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Divorce in Australia: The Facts

Please note the following information is regarding divorce only; it does not discuss parenting or property matters.  


What is no-fault divorce?

Thanks to section 48 of the Family Law Act of 1975, Australia operates what is known as  a ‘no-fault divorce’ system.  The passing of this legislation abolished the need for an at-fault grounds of divorce to be established by either party (instances like adultery, abuse, abandonment, among other things).  Under this section of the law, all divorces granted are based on the ground that the marriage has “broken down irretrievably”.  In order to grant a divorce order, the court must first be satisfied of the following:

  • Australia has jurisdiction to deal with the marriage;
  • A valid marriage existed;
  • Irretrievable breakdown of the marriage occurred;
  • 12 month separation has occurred; and
  • Proper arrangements are in place for children of the marriage.


Can a no-fault divorce be contested?

After one party files an application for divorce, it must be served on the other party.  If the second party wishes to contest the divorce, they must be able to convince the registrar that one or more of the above is not satisfied.  


Does the length of the marriage matter?

If the parties have been married for less than two years, they will be required to prove that they have engaged in marriage counselling before a divorce order can be made.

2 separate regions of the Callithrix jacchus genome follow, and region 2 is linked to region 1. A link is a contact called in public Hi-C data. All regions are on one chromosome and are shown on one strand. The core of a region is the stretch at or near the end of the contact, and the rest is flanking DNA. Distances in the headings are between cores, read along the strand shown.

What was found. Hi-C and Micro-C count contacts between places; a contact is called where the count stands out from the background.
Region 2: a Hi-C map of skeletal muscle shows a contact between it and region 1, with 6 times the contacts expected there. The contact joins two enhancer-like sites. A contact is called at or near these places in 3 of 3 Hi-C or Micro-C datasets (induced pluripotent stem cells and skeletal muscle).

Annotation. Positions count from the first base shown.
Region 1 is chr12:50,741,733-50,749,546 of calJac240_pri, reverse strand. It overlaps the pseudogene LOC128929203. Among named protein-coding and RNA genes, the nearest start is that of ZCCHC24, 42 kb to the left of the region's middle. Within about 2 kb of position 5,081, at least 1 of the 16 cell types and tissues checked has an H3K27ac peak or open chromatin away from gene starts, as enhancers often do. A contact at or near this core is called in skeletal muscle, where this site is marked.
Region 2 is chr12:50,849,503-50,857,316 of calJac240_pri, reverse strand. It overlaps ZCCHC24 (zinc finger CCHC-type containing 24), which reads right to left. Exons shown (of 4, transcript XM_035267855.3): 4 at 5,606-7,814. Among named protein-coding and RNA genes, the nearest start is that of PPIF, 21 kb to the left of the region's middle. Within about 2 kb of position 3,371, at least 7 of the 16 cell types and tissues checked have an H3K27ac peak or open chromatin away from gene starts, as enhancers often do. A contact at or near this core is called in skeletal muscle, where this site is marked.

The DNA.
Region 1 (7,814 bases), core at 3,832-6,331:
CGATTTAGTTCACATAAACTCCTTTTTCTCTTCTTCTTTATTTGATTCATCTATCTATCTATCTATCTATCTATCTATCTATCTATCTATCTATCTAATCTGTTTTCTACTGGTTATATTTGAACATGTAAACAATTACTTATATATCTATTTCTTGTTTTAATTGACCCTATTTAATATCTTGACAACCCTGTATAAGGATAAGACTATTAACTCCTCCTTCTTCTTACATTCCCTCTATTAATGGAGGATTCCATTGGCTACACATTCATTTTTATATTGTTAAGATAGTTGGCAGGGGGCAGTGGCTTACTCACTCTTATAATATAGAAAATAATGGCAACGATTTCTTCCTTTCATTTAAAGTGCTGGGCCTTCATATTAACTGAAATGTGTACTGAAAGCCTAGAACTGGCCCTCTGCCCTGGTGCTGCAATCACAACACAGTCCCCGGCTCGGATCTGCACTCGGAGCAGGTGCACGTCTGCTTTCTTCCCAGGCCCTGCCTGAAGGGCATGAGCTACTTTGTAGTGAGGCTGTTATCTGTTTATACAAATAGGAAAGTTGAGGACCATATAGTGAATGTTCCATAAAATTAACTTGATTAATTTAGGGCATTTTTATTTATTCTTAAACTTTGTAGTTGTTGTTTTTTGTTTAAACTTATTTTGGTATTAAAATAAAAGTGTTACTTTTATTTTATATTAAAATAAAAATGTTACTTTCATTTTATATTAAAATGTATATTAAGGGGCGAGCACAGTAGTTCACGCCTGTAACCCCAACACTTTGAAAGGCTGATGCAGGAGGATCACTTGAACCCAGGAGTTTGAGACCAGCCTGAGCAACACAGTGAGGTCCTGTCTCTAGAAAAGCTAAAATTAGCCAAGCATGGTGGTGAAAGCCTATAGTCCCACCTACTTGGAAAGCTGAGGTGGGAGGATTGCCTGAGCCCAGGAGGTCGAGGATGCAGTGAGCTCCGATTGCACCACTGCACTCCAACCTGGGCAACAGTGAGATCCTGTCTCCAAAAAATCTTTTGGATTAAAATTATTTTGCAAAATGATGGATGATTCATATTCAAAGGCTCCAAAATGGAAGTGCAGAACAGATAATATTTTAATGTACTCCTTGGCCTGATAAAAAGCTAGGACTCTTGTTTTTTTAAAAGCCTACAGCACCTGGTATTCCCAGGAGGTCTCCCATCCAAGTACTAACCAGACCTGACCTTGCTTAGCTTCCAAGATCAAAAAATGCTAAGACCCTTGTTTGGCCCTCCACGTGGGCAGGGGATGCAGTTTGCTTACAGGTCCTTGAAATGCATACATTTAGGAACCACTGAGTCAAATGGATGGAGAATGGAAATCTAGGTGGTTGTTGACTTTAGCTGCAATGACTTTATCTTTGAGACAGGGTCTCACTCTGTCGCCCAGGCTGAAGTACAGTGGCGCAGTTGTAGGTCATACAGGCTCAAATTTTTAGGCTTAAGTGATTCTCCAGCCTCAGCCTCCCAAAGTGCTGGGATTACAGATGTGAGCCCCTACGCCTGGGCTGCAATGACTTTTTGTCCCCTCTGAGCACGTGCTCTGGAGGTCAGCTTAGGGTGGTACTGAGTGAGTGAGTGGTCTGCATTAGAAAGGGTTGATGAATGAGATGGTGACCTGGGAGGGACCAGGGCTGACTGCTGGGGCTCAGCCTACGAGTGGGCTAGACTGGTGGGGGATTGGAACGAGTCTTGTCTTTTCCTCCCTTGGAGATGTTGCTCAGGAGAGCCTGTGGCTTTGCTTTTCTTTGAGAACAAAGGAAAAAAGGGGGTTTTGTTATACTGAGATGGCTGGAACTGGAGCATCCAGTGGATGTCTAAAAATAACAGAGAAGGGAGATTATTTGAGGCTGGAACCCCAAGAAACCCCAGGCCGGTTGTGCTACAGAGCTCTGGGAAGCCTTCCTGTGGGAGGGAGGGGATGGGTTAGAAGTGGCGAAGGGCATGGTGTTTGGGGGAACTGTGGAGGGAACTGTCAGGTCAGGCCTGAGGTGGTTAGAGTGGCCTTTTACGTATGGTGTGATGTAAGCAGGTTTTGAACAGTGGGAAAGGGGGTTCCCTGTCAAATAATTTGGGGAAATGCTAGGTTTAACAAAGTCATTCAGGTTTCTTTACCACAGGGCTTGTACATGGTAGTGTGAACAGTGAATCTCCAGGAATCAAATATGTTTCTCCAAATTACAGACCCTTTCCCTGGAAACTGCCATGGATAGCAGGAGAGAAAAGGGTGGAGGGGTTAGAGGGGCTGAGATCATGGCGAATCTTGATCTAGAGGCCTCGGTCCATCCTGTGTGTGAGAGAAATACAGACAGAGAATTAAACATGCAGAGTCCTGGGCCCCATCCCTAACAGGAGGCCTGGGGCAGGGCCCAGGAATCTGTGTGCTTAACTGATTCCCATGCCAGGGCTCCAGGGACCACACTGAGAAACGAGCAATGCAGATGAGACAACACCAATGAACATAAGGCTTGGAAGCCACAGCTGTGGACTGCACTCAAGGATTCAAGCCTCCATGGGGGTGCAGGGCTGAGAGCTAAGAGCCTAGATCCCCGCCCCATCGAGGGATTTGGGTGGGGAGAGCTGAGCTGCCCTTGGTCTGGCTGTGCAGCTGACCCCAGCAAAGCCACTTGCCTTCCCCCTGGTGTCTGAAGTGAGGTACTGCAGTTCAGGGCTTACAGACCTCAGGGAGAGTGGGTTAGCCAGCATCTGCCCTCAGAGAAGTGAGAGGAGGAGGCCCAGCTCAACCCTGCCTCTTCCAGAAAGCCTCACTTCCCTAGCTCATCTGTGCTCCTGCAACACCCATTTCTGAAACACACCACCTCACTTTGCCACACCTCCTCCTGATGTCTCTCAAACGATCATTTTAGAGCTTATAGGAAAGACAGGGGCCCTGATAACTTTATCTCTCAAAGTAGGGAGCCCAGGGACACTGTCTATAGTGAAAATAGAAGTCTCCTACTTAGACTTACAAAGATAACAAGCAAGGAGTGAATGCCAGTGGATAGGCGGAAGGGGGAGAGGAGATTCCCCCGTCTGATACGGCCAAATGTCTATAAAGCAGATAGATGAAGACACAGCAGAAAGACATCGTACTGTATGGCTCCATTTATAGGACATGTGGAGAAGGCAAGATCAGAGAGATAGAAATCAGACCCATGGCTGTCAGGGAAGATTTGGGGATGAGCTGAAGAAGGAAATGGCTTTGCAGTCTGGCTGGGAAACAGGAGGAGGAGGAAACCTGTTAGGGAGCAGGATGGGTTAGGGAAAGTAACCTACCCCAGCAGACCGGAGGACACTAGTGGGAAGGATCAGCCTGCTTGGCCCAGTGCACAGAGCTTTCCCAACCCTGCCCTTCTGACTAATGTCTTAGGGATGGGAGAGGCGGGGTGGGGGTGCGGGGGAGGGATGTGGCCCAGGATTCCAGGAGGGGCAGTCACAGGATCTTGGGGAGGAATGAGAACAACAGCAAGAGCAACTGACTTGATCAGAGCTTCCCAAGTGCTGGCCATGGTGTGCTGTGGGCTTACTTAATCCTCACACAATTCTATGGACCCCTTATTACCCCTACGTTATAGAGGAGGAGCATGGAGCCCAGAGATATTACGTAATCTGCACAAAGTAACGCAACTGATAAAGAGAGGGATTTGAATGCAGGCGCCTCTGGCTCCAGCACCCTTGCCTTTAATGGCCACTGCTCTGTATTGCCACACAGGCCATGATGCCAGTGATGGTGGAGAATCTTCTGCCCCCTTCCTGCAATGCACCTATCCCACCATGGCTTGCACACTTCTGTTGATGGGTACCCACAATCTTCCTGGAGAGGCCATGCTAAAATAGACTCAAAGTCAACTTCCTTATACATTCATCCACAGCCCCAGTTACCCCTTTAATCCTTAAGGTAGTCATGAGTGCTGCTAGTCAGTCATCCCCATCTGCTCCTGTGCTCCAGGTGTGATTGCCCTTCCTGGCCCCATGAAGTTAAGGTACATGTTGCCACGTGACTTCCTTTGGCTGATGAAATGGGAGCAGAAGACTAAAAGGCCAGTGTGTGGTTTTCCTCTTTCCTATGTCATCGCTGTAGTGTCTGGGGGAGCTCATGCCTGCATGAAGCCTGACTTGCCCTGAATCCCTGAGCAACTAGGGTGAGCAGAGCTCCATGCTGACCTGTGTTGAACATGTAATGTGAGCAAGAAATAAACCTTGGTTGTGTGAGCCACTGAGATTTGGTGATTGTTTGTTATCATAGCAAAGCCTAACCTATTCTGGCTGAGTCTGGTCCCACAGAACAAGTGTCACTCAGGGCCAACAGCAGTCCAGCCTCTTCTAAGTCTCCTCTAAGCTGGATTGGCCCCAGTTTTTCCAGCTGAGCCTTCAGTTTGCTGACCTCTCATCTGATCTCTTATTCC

Can I have my marriage annulled in Australia?

In order for a court to grant a decree of nullity, the circumstances surrounding the marriage must give rise to one or more very specific grounds for annulment.  As covered by section 51 of the Family Law Act, any application seeking an annulment must be based on the ground that the marriage was invalid or void according to law.   Such circumstances include:

  • one or both parties already being married at the time;
  • one or both parties being under-age and not having the necessary approvals;
  • one or both parties having been forced into the marriage under duress.

If your circumstances do not fall within these categories, you will need to apply for a divorce.   


When can a divorced party remarry?

In Australia, it is illegal to remarry before your divorce has been finalised and orders are in effect.  A divorce order usually takes one month to come into effect.  If you were to remarry before this month has expired, it would be considered bigamy, which is illegal in Australia. 


The best way to protect yourself?  Talk to an experienced lawyer. 

Love Family Lawyers are a niche firm specialising in family matters such as divorce.  We’re well-versed across the legislation and procedures and we can help streamline the process, alleviating the pressure on you and your family during what is likely an incredibly difficult time.  If you’re worried about the impact your divorce may have on property or parenting matters, call us today on 07 3390 2344 to organise a $99 consultation.